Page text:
The Home School Court Report
VOLUME XXI, NUMBER 2
- disclaimer -
March / April 2005


FEATURES
Taylor broke ground with NCAA
Judicial Tyranny Goes Global
Let the Facts Speak

DEPARTMENTS
Freedom watch
From the heart

Realizing dreams

For more information

From the director

HSF Mission Statement
Across the states
Members only
Active cases
About campus

PHC grad wins prize for economics paper
President's page

ET AL.

On the other hand: a Contrario Sensu

HSLDA social services contact policy/A plethora of forms

HSLDA legal inquiries


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  LEGAL/LEGISLATIVE UPDATES  

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ACROSS THE STATES

CA · CT · FL · HI · IL · IN · IA · KS · LA · MA · MI · MN · NE · NY · NC · OH · OK · RI · SD · TX · VA · DC · WI

MICHIGAN

Social worker questions apprenticeship

A Wayne County Child and Family Services social worker contacted a Home School Legal Defense Association member family in Taylor about an anonymous tip.* Someone had reported that the family's son was not in school, but worked at the family business part-time. After explaining the allegations, the social worker requested entrance into the family's home to interview them. The parents immediately telephoned HSLDA for help.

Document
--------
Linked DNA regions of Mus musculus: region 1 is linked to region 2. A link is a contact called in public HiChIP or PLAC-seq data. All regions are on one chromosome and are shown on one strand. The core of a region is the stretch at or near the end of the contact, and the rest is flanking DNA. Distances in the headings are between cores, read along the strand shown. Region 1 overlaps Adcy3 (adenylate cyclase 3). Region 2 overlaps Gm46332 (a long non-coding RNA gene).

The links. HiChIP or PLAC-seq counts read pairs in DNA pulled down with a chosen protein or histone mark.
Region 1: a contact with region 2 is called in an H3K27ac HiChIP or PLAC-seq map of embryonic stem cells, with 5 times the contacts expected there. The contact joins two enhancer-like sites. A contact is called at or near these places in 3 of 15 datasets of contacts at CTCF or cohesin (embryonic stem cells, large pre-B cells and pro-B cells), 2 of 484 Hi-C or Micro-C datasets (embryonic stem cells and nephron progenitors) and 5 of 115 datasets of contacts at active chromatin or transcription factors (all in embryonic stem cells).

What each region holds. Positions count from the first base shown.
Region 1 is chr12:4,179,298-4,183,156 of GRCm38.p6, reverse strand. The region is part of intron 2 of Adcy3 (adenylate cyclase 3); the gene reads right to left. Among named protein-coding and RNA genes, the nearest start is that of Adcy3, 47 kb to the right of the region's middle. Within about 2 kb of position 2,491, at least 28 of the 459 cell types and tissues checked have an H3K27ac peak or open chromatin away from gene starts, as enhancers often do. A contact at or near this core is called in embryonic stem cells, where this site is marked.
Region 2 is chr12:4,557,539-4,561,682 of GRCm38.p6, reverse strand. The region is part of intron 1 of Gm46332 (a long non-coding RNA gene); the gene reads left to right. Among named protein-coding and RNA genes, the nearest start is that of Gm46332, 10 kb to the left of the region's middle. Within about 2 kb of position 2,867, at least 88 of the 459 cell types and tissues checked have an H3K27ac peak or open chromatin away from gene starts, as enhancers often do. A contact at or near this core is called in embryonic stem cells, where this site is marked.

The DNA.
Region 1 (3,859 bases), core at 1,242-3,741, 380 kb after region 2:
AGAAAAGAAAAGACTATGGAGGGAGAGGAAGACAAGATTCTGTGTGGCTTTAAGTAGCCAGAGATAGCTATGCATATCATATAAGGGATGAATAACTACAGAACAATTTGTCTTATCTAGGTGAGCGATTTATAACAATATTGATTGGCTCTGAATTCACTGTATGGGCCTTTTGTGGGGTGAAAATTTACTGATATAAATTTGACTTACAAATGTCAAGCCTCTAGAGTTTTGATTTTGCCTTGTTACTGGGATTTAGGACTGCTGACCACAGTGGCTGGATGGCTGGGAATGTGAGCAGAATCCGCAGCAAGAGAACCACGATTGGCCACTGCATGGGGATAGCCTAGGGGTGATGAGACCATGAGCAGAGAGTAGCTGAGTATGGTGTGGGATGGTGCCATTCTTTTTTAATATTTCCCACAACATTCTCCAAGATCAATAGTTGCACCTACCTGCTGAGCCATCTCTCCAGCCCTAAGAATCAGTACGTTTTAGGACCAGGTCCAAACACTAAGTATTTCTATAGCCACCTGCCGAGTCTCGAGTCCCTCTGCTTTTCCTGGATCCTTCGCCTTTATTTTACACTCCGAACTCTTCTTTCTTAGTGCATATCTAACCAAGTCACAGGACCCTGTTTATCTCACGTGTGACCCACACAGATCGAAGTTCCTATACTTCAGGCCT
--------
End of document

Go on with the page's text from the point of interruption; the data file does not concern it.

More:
After discussing the allegations with the family, HSLDA Senior Counsel Christopher Klicka learned that while the son does spend some time at the family's office, he studies in a private room where his mother can constantly supervise his homeschooling. In the afternoons, the son apprentices at the office and takes classes from various experts in his parents' business. In addition, the son has obtained an official apprenticeship card from the State of Michigan.

In a letter thoroughly explaining these details, Klicka assured the social worker that the family was in full compliance with Michigan's homeschool statutes and that their son was being successfully educated. Klicka then outlined Michigan law as it relates to homeschooling, further verifying the legality of the family's home education program. Finally, Klicka indicated that the family would invite the social worker to come by so they could explain and verify the situation. However, in order to protect their 4th Amendment rights, the family would not allow the social worker to enter their home.

The family has not been harassed by the social worker since then. Due to this family's quick action in notifying HSLDA as soon as they were contacted by the county, we were able to preserve their constitutional rights and shield them from further direct contact with the social worker.

— by Christopher J. Klicka

* See "HSLDA social services contact policy".